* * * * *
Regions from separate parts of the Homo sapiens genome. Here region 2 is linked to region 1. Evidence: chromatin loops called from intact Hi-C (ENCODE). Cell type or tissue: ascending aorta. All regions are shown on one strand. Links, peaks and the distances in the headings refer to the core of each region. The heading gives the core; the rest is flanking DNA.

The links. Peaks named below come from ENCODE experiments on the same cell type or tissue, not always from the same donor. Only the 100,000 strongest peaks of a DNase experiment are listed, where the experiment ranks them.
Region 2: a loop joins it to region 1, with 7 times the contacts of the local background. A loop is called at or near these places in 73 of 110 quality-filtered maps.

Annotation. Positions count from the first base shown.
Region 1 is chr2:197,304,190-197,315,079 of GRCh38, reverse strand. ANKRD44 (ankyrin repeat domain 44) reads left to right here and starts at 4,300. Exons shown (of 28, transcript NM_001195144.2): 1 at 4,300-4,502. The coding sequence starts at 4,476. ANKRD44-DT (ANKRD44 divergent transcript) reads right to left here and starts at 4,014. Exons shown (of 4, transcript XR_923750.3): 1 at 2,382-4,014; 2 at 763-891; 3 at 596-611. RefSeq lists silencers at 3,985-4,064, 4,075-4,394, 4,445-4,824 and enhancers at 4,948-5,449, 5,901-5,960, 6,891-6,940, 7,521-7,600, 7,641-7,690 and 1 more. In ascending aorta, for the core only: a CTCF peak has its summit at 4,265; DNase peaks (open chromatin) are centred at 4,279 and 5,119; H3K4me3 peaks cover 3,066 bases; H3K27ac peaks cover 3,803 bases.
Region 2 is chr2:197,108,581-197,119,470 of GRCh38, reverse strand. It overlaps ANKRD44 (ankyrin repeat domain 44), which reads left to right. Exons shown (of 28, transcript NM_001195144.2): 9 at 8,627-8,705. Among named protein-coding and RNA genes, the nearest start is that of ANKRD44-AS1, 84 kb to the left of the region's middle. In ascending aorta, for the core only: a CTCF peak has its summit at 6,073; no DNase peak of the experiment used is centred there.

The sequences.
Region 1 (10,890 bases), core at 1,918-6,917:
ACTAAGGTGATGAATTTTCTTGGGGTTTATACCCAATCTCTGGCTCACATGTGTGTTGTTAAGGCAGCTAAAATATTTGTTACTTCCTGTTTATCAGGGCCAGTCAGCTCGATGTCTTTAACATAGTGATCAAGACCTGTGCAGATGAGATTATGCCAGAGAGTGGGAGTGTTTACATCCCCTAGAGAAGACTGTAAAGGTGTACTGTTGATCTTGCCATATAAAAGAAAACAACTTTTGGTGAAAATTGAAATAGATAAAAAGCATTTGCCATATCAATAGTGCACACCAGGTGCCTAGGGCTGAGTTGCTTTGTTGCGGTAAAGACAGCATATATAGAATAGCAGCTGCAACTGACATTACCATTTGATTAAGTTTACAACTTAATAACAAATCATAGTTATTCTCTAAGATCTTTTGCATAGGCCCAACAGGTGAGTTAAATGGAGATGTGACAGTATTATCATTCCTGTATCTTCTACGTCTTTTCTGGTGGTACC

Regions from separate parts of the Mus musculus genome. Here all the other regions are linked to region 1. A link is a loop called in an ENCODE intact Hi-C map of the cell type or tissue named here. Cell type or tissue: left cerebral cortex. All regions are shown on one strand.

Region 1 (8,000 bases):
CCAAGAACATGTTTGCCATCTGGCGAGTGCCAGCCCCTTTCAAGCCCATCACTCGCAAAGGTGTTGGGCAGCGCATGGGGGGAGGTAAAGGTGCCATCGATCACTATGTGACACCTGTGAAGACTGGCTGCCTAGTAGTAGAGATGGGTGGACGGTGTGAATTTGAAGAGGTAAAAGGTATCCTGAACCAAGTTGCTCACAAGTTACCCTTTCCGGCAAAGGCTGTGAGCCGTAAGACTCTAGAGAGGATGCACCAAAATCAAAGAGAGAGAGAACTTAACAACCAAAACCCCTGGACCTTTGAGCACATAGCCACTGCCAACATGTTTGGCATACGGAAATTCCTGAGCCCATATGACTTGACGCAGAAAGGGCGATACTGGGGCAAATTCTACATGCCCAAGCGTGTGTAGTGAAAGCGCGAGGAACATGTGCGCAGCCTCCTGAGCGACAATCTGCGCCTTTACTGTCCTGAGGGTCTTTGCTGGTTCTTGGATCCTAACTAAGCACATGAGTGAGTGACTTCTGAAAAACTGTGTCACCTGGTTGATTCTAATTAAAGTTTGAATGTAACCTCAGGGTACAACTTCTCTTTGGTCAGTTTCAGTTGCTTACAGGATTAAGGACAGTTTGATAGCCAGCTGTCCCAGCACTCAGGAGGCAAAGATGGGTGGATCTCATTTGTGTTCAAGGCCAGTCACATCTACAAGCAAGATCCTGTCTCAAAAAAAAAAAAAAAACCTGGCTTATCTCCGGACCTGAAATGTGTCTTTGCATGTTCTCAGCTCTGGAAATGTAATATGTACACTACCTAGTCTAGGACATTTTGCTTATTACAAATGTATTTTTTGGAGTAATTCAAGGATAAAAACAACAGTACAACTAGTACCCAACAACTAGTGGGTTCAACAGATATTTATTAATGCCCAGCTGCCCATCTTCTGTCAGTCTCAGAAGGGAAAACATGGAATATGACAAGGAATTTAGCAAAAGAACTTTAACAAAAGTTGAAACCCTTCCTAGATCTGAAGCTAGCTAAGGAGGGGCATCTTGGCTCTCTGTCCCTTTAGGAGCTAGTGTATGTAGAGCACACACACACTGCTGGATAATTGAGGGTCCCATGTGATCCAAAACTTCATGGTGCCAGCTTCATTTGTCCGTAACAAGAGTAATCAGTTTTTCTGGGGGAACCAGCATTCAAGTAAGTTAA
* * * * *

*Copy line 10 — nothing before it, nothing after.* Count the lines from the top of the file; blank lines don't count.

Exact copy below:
Regions from separate parts of the Mus musculus genome. Here all the other regions are linked to region 1. A link is a loop called in an ENCODE intact Hi-C map of the cell type or tissue named here. Cell type or tissue: left cerebral cortex. All regions are shown on one strand.